The Beauty Queen of Leenane by Martin McDonagh

Content Warning
Language: Strong language
Violence: Explicit scenes of violence
Themes: Mental and physical cruelty, loneliness, abuse, mental illness, sexual references

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SuperSummary Plot Summary of “The Beauty Queen of Leenane” by Martin McDonagh

The Beauty Queen of Leenane, a play by Martin McDonagh, traces the tempestuous relationship of a spinster daughter and her mother to a gruesome end. Maureen Folan’s mother, Mag, meddles in Maureen’s first opportunity at a real relationship and ultimately pays for it with her life. The play premiered in 1996 in Galway, Ireland, put on by the Druid Theatre Company.

The play opens in Maureen and Mag Folan’s house. Forty-year-old Maureen is a virginal spinster. She lives with and cares for her mother, Mag, who is seventy.

Mag receives a visitor while Maureen is out running an errand. Ray Dooley has arrived to inform the women that his American Uncle is headed back to Boston and they are invited to his going-away party. Ray asks Mag to give Maureen the message, but Mag pretends she cannot remember what he has told her. He decides to write the message down on a piece of paper instead, but as soon as he is gone, Mag throws the paper in the fire.

Mag has a bad back and a badly burned hand, but Maureen suspects that she can do more than she lets on. When Maureen arrives back home, she scolds her mother for being so reliant on her. She goes on to say that she met Ray on her way home and he told her about the party. Realizing that Mag meant to keep this information from her, she forces her to drink Complan.

Maureen attends the party in her new dress and attracts the attention of Pato, Ray’s older brother. She brings Pato home with her and he stays the night. Pato works in construction and splits his time between London and Leenane. He has never spoken to Maureen in the twenty years that he’s known her, but he reveals that he has always considered her “the beauty queen of Leenane.”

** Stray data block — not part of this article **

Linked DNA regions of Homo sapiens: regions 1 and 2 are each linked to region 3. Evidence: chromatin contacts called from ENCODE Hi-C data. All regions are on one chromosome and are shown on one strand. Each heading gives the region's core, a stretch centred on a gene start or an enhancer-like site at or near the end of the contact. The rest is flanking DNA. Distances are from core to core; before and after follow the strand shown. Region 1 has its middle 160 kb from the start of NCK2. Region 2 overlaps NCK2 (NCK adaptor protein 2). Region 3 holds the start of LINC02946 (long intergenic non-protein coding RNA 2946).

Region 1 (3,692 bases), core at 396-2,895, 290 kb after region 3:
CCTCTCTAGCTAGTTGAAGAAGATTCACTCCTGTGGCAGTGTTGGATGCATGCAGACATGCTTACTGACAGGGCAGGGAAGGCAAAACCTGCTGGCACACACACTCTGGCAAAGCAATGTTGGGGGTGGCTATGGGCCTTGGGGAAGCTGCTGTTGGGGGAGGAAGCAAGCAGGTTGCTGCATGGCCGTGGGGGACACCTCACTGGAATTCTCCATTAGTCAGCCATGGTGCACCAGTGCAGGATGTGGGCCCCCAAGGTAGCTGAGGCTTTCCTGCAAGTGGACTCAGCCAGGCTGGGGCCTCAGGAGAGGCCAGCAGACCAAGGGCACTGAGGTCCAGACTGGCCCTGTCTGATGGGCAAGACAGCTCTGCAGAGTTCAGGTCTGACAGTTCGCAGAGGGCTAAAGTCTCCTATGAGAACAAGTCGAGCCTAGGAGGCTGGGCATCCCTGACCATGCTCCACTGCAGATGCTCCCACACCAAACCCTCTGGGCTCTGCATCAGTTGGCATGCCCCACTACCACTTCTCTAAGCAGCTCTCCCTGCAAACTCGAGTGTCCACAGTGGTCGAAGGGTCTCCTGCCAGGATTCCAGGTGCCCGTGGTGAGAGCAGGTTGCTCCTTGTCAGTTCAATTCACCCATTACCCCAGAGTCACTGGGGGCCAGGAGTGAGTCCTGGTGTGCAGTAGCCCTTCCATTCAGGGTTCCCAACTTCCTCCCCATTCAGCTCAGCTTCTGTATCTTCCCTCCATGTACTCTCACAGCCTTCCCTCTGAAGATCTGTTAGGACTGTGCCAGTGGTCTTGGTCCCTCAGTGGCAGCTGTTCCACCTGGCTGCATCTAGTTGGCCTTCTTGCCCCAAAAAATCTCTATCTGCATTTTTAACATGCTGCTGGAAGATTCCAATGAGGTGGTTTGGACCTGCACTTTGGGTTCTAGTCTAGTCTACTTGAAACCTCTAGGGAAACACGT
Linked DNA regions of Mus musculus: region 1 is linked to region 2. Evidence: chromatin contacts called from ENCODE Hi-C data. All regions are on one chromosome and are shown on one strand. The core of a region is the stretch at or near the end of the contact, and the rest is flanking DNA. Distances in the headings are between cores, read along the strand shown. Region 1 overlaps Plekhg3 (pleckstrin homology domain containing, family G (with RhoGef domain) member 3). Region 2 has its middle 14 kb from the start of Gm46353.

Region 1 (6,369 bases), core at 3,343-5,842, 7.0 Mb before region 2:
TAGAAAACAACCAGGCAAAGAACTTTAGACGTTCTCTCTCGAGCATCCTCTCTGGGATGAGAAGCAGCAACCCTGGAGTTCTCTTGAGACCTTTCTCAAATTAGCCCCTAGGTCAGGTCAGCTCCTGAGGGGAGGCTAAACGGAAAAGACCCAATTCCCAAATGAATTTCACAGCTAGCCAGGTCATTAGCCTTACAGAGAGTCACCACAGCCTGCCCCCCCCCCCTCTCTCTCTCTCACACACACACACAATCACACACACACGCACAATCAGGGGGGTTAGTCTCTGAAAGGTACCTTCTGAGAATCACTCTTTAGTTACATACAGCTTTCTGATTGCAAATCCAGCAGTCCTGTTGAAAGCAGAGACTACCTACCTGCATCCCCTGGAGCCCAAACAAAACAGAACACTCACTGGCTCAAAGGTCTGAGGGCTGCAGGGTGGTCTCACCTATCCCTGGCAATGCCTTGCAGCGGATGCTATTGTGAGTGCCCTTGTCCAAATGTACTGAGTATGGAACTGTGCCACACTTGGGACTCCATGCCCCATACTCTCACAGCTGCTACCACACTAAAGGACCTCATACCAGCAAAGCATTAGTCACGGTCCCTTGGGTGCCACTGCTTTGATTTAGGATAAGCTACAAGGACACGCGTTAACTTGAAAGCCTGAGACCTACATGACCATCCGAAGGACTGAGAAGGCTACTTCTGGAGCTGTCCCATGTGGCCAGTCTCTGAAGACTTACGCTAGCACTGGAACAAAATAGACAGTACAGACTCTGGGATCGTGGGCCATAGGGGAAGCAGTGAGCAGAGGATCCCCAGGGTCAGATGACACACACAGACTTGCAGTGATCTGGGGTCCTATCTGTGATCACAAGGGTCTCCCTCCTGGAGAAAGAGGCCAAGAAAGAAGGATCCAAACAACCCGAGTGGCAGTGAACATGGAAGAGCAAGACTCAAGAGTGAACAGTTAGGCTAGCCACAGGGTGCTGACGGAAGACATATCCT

The next morning, Mag is shocked to see Pato making her breakfast. Maureen has given him instructions to make himself known, and she, too, comes out in only her underwear.

This flaunting of the couple’s sexual relationship makes Mag furious. She tells Pato that her hand is burned because Maureen intentionally scalded her with hot oil. She adds that Maureen was sent to an English psychiatric hospital and Mag had to take guardianship of her in order to get her out. She leaves the scene to find Maureen’s release paperwork.

Maureen explains that while she was living and working in England as a cleaner, her coworkers used to tease her resulting in a nervous breakdown. She says that Mag burned herself when she tried to cook when Maureen wasn’t present. According to Maureen, Mag is addled and confused and cannot discern her lies from the truth.

Pato believes Maureen. He asks her to dress in something warmer. Taking this as a slight, Maureen becomes self-conscious and has a fit of rage. Pato leaves, telling Maureen that he will write.

Pato sends a letter from London. He plans to move to Boston to work with his American uncle, and he wants Maureen to come with him. There will be a going-away party in Leenane. He tells her not to worry that he experienced dysfunction during their sexual tryst, as he was drunk.

Pato gives the letter to his brother and asks him to give it to Maureen only. When Ray goes to deliver the letter, however, Maureen is not there. Mag tries to persuade Ray to leave the letter with her. Ray already resents Maureen, because she once confiscated the ball from his swingball set when he was a child and refused to give it back to him. She also snubbed him not long ago when he said hello to her. Mag feeds Ray’s resentment toward Maureen, whilst also promising to deliver the letter directly to Maureen. Ray, convinced that he owes Maureen nothing and bored of waiting, leaves the letter with Mag. She reads it and then burns it.

The night of Pato’s farewell party, Maureen has no idea that he is still interested in her. To save face, she tells Mag that she ended her relationship with him and boasts about their intimate encounter. Unable to let the opportunity pass, Mag makes fun of Pato’s impotence. Maureen, knowing Mag should not have that information, tortures Mag with hot oil until she confesses the contents of the letter.

Mag is prostrate on the floor as Maureen gets dressed and hurries to the party. When she returns, Mag isn’t moving. Maureen tells her that she was able to catch Pato at the station before he left and they confessed their love for one another. She will join him in America very soon. Maureen is holding a poker whilst she tells Mag this information. As she finishes speaking, Mag falls out of the rocking chair, dead: she has been violently beaten.

The next month, Maureen is exonerated of Mag’s murder. The day of Mag’s funeral, Ray tells Maureen that Pato left by taxi, not train; Maureen realises that she never saw him at the station after all. Ray tells Maureen that Pato is engaged to a woman that he’d been dancing with before he met Maureen at his Uncle’s going-away party; Maureen asks Ray to tell Pato that “the beauty queen of Leenane says ‘Goodbye.'” Ray finds his swingball and leaves. Maureen, looking exactly like her mother and sits in her rocking chair.

The play was nominated for several awards, including the BBC Award for Play of the Year in 1996. It won the 1998 Drama Desk Award for Outstanding Play and the Drama League award for Best Play the same year.